Montana's rivers don't need another threat - ask Congress to protect them today!

In Greater Yellowstone, healthy rivers equal thriving fisheries and robust wildlife populations. Clean waters also help bolster a $6 billion recreation economy. With the region’s ecology and economy tied so closely together, impacts to one resource ripple out to all others. That’s why GYC is working with local business owners to protect more than 500 miles of Montana’s rivers north of Yellowstone National Park. You can help!

The Yellowstone River flows through Montana's Paradise Valley. State officials re-opened much of the river today following an unprecedented fish kill and closure last month. The last thing Montana's rivers need are more stressors -- join our effort to protect more than 500 miles of undammed rivers in northern Greater Yellowstone! (Photo Donna Lawson.)

The Yellowstone River flows through Montana's Paradise Valley. State officials re-opened much of the river today following an unprecedented fish kill and closure last month. The last thing Montana's rivers need are more stressors -- join our effort to protect more than 500 miles of undammed rivers in northern Greater Yellowstone! (Photo Donna Lawson.)

As of today, Montana has re-opened most of the Yellowstone River. Fishing, boating and other activities are now allowed on all but a 17-mile section in the heart of Paradise Valley between Emigrant and Pine Creek. This comes after Montana’s unprecedented Aug. 19 decision to close a 183-mile stretch of the river and its tributaries to prevent the spread of a deadly microscopic parasite that killed thousands of mountain whitefish in the Yellowstone River.

The recent closure to the Yellowstone has devastated the regional economy. We don’t need another threat to our rivers, and to the fish and wildlife our waters support. That’s why for the last five years GYC has been leading an effort to protect southwest Montana’s most iconic rivers and headwaters through the Wild & Scenic Rivers Act. Created in 1968, this federal designation stops fish-killing dams, protects abundant clean drinking water, and keeps rivers wild for future generations to explore. We are working with business partners, landowners, and sportsmen in the Montanans for Healthy Rivers coalition to ensure streams like the Yellowstone, Gallatin, Boulder and East Rosebud remain free-flowing and clean forever.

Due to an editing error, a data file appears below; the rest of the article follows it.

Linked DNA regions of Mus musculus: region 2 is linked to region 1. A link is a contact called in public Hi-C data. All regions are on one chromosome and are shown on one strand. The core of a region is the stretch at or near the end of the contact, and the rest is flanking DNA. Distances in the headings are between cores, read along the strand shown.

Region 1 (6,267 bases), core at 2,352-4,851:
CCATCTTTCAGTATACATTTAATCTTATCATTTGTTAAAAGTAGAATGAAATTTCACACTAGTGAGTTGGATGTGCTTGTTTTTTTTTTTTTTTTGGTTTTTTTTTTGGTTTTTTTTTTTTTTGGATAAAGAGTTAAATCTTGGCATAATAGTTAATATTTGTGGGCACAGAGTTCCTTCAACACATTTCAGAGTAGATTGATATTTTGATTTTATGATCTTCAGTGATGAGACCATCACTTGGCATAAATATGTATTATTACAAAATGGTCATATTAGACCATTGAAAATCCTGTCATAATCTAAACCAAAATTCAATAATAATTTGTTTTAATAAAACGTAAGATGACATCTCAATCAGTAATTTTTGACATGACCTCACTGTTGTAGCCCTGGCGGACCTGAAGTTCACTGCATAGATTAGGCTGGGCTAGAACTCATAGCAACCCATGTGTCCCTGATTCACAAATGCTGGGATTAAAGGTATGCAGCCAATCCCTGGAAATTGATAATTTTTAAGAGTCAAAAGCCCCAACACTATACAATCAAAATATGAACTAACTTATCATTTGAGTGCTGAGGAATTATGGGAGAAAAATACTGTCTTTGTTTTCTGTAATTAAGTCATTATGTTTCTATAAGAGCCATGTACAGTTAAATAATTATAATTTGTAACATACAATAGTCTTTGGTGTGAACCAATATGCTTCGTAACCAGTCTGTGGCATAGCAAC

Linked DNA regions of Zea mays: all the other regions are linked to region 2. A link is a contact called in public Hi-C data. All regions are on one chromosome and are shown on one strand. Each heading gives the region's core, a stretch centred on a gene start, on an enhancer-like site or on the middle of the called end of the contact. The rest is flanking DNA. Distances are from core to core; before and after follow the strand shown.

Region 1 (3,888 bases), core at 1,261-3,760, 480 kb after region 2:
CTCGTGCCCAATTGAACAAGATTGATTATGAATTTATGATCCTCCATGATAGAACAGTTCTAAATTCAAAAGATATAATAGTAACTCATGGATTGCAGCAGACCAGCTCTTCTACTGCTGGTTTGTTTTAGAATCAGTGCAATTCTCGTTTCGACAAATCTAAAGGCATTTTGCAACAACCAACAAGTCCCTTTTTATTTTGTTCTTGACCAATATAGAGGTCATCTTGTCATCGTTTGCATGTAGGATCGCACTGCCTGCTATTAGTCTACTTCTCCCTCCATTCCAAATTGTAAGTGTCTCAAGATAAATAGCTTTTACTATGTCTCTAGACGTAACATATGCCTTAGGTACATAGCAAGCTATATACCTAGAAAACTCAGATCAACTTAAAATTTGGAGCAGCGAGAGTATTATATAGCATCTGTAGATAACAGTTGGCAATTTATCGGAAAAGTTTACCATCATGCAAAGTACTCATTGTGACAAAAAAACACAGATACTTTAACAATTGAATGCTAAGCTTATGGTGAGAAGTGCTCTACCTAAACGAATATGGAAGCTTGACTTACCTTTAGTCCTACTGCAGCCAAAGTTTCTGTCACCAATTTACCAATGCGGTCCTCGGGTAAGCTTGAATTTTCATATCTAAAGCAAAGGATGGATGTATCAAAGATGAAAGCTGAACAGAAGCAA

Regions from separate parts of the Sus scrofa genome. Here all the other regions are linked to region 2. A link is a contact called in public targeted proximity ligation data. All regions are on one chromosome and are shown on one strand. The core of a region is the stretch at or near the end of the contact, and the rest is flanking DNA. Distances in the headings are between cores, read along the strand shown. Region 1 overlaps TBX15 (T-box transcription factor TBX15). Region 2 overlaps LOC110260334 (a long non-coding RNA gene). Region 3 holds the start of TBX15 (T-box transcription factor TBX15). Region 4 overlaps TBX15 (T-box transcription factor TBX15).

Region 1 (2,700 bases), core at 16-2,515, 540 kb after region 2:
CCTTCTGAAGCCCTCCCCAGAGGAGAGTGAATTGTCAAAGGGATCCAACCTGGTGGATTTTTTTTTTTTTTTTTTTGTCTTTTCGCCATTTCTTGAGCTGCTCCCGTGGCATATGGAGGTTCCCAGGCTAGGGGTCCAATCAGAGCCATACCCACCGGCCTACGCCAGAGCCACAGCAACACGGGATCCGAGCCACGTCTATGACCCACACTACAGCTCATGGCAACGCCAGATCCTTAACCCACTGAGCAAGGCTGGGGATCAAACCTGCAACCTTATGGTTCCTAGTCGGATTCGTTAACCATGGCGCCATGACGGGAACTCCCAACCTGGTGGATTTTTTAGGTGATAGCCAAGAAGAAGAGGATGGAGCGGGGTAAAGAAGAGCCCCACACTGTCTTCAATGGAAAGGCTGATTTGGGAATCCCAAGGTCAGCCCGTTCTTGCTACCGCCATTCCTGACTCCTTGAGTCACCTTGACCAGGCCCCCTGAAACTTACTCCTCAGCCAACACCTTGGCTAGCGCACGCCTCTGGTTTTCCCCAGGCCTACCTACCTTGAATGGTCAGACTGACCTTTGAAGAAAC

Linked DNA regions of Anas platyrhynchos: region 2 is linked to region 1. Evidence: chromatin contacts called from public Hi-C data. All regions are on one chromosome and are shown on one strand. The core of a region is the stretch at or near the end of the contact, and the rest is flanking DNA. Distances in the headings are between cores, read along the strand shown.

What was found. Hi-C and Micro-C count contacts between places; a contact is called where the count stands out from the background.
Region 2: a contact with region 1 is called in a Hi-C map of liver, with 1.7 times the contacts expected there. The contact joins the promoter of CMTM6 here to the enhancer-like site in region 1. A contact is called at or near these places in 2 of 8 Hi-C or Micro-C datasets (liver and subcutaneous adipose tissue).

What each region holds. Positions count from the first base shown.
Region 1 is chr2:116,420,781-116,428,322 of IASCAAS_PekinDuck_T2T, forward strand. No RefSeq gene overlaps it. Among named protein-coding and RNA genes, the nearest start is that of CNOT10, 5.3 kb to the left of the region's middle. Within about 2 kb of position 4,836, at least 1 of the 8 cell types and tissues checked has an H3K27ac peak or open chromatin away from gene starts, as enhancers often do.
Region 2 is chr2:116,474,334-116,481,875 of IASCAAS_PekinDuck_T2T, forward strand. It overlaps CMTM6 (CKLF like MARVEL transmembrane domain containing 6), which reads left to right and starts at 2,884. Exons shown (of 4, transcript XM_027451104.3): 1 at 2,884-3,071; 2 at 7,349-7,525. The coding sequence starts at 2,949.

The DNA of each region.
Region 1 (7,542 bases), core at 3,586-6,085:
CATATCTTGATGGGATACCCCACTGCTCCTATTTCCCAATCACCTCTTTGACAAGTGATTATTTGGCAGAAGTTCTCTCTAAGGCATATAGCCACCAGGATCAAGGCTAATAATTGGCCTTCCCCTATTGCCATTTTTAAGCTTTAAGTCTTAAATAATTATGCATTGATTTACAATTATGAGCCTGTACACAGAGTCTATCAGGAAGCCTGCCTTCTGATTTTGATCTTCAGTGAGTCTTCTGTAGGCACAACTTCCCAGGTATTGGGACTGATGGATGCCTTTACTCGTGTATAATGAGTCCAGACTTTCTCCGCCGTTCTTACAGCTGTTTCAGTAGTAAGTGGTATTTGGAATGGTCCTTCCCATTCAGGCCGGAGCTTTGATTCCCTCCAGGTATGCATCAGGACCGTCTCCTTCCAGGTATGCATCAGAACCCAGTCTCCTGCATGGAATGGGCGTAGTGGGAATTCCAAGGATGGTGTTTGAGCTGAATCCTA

Filmgoers at our May 26 Wild Rivers Film Tour have a look at the map of rivers we're working to protect in southwest Montana. You can help - make your voice heard and protect these rivers today! (Photo GYC.)

Filmgoers at our May 26 Wild Rivers Film Tour have a look at the map of rivers we're working to protect in southwest Montana. You can help - make your voice heard and protect these rivers today! (Photo GYC.)

We have more than 300 businesses and nearly 1,500 individual people on board. Through one-on-one meetings in rural coffee shops to theater-packed river film festivals with hundreds in attendance, we’re galvanizing ground support throughout the region for new river protections. It’s time to tell Montana’s Congressional delegation to introduce legislation to protect Montana’s last, best free-flowing rivers on public lands. Please join our coalition of Wild & Scenic Rivers supporters by endorsing this effort. If you are a business owner, lend the power of your business name with a written letter to the delegation. Whether you live in Montana, in the GYE, or out on the coast, make your voice heard. Please contact me or my colleague Bob Zimmer if you’d like to join us. Looking forward to hearing from you!

-- Charles Wolf Drimal, Waters Program Associate